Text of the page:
In terms of recreation, skateboarding is one of the most common types of sports injuries in B.C., along with cycling, skiing/snowboarding, all-terrain vehicle use, playground use and hockey.
How can you protect yourself? Check out our safety tips below!
- The most important piece of safety equipment to wear is a helmet, and skateboarding helmets are different than bike helmets. A proper skateboarding helmet can cut the risk of traumatic brain injury by 45 per cent. Read more about helmets here. Wrist guards are can also protect from injury. Elbow and knee pads may also protect from injury but there’s less research proving their effectiveness in this instance.
- Skate parks can provide a safer environment because they keep the skater away from traffic and tend to have fewer instances of uneven surfaces.
- Be sure that in-line skates fit properly when they’re purchased and that they are appropriate for the skater’s size and ability.
- When choosing a skateboard as a beginner, look for shorter decks and wider, laminated boards covered with a non-skid surface for better traction. Also, choose wider trucks and larger wheels with rounded edges. Be sure your bearings are singly or doubly sealed to keep debris out.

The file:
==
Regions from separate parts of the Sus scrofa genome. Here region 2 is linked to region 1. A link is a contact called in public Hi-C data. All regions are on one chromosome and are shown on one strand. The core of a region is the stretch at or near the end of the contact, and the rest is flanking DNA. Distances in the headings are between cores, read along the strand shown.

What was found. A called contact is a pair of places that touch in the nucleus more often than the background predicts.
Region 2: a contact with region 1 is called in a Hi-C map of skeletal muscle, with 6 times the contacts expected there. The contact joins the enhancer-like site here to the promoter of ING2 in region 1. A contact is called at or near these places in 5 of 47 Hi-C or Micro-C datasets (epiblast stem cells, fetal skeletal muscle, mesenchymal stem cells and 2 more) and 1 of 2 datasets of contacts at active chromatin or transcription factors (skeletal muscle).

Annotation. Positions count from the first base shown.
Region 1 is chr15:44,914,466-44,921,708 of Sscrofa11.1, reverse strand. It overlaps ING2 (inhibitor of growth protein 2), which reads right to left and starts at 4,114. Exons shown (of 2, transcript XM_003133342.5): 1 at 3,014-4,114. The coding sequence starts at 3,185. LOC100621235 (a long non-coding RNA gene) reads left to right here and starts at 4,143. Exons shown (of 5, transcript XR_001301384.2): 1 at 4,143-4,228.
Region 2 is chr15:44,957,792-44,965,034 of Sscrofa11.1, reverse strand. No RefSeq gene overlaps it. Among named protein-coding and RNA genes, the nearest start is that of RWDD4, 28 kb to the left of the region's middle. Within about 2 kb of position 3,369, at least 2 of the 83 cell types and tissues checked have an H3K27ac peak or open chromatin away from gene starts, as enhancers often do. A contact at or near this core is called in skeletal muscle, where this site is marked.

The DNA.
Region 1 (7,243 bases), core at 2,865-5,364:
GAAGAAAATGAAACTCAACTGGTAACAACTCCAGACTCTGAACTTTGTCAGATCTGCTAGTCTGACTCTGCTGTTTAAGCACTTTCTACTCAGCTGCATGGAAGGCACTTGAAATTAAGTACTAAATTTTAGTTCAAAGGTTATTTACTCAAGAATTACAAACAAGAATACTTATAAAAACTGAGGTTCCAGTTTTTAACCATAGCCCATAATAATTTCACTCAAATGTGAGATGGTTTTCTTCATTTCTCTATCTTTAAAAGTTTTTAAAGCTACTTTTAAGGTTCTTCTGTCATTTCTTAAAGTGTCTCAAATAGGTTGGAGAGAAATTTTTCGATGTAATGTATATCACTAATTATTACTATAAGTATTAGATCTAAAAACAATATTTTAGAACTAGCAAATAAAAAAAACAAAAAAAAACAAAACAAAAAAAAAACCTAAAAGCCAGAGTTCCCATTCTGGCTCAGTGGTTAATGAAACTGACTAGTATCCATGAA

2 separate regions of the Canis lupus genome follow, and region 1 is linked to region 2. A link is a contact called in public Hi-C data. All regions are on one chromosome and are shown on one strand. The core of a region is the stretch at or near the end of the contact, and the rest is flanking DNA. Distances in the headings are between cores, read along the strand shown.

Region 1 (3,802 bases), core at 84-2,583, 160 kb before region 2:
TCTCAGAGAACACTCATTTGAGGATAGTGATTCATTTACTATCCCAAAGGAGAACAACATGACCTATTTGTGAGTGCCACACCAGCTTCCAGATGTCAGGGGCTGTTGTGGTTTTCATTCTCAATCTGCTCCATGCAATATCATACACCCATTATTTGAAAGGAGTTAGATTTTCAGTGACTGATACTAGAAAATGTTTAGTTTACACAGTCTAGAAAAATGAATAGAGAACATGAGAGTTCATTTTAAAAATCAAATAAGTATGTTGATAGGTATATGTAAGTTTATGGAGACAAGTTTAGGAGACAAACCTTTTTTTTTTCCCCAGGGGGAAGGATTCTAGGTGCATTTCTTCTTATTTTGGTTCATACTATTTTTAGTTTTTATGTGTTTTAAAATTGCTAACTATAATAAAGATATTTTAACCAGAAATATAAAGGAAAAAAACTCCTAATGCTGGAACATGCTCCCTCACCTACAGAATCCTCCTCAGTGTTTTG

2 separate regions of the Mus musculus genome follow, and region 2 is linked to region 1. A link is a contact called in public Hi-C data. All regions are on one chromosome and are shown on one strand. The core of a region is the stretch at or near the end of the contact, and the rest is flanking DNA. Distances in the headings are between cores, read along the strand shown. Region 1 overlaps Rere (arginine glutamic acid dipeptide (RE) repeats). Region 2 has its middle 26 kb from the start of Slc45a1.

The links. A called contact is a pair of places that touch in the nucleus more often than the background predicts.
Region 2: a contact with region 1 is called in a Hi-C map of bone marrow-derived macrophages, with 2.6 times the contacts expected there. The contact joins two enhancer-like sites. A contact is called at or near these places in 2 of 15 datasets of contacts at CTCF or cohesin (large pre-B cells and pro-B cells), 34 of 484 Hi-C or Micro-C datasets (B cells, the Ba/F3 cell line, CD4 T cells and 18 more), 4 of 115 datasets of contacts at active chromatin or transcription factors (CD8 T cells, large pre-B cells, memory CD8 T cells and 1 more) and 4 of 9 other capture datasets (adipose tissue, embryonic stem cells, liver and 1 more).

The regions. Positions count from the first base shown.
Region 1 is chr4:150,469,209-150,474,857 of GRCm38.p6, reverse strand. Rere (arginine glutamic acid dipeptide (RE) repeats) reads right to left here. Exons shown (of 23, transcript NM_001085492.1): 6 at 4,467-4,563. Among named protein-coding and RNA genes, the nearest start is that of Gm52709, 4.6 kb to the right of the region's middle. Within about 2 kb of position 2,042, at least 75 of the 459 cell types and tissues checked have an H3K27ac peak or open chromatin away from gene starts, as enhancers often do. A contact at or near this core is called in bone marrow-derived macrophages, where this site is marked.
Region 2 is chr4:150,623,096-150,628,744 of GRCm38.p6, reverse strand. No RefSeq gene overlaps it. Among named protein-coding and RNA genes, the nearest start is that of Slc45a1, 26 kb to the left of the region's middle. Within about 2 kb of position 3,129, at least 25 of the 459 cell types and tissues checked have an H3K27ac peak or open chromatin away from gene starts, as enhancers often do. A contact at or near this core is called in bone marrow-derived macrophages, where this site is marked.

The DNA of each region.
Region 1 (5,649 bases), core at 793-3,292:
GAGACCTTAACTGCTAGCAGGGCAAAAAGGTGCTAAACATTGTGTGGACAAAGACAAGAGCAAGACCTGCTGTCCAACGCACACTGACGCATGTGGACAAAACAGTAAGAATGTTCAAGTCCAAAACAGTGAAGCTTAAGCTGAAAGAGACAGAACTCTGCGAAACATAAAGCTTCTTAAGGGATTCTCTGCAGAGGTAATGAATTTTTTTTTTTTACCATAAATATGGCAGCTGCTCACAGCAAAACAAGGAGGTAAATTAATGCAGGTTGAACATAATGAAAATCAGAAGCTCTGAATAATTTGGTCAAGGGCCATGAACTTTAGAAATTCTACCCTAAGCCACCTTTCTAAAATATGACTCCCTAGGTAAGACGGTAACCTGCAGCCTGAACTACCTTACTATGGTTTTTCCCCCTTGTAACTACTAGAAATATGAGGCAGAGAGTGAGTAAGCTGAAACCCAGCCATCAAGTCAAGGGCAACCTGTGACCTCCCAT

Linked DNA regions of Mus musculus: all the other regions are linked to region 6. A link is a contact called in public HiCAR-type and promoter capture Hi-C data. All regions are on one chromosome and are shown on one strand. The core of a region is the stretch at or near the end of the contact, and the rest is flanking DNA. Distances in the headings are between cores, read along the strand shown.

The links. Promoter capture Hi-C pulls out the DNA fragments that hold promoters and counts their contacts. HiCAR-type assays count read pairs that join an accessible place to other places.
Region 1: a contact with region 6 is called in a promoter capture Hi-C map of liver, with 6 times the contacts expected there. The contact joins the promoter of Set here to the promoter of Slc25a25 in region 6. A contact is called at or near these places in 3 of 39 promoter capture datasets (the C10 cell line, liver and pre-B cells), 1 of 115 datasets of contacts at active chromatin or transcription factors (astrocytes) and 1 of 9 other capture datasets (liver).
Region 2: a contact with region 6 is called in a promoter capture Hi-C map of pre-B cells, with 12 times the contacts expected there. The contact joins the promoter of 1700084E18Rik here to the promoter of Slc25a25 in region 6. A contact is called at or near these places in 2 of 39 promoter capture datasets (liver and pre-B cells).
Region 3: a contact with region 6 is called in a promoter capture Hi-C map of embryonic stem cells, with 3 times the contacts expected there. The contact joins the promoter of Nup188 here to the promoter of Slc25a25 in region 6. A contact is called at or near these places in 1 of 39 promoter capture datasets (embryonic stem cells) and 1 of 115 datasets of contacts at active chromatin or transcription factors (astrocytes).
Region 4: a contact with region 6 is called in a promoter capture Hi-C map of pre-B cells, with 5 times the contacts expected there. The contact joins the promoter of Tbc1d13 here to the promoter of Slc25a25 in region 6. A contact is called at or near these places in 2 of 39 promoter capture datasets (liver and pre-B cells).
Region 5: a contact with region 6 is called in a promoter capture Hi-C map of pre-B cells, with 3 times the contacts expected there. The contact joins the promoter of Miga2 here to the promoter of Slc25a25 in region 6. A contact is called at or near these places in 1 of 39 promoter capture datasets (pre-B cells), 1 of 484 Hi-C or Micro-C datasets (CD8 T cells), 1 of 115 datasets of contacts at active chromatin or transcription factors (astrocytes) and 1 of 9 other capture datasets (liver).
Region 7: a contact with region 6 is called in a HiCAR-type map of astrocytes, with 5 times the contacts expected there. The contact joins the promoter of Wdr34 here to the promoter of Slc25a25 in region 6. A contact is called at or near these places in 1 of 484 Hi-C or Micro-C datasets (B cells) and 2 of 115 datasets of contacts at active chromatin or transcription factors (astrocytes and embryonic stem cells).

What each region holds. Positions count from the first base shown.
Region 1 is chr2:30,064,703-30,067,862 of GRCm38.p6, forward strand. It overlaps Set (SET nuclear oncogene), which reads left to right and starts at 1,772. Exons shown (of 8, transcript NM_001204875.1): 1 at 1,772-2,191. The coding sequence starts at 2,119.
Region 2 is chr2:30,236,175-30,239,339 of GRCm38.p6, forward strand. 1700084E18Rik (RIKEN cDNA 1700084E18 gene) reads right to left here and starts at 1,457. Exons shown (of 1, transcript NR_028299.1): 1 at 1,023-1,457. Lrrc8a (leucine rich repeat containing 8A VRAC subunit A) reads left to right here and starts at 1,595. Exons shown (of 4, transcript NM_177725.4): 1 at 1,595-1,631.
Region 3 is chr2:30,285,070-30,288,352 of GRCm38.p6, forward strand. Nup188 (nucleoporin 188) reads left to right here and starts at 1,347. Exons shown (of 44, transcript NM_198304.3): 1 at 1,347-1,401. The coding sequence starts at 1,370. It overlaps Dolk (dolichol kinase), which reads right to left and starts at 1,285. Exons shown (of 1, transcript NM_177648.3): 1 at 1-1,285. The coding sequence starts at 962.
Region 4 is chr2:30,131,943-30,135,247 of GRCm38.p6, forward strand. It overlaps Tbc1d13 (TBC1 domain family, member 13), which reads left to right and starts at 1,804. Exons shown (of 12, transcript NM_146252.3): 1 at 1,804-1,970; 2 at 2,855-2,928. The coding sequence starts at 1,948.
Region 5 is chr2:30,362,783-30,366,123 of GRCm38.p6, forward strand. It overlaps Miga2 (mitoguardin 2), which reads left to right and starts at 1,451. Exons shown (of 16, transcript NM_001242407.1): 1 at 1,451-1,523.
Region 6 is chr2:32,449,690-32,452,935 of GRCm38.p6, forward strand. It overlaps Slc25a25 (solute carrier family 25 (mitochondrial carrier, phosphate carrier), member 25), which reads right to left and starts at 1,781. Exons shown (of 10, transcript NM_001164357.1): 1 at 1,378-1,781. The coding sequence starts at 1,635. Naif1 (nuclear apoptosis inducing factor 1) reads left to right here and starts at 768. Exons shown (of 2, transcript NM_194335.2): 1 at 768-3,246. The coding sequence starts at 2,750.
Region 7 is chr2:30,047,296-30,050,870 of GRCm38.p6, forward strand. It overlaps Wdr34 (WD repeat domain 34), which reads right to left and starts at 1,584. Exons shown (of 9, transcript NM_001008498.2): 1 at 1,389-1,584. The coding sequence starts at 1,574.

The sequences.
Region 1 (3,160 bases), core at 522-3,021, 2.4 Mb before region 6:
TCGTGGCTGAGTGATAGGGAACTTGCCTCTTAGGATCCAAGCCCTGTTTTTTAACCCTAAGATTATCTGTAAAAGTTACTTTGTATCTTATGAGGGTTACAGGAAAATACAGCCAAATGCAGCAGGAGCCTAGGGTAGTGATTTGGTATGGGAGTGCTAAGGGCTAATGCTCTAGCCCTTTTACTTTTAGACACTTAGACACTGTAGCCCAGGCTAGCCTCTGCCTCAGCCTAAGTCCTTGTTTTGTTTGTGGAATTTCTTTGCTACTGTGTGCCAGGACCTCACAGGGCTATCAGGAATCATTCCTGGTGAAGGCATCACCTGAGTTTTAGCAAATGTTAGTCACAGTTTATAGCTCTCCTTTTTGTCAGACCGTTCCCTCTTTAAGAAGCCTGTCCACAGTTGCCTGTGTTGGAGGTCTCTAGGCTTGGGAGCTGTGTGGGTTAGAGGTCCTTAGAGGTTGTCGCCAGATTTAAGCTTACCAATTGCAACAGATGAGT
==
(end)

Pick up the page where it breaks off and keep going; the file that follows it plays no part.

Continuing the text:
- Practise complicated tricks in a specially designed area, and only when in good physical condition. Do not attempt tricks if you are inexperienced or out of practise.
- Never get towed by bikes or any kind of motorized vehicle (“skitching”) and don’t skate faster than your experience allows or than conditions permit.
- Practise in dead-end streets, cul-de-sacs or anywhere vehicle or bike traffic is limited and there is lots of space.
Have fun and stay safe! Read more safety tips at parachute.ca
October 17 is Trauma Survivors Day in B.C., a day to acknowledge survivors of traumatic injury and their families.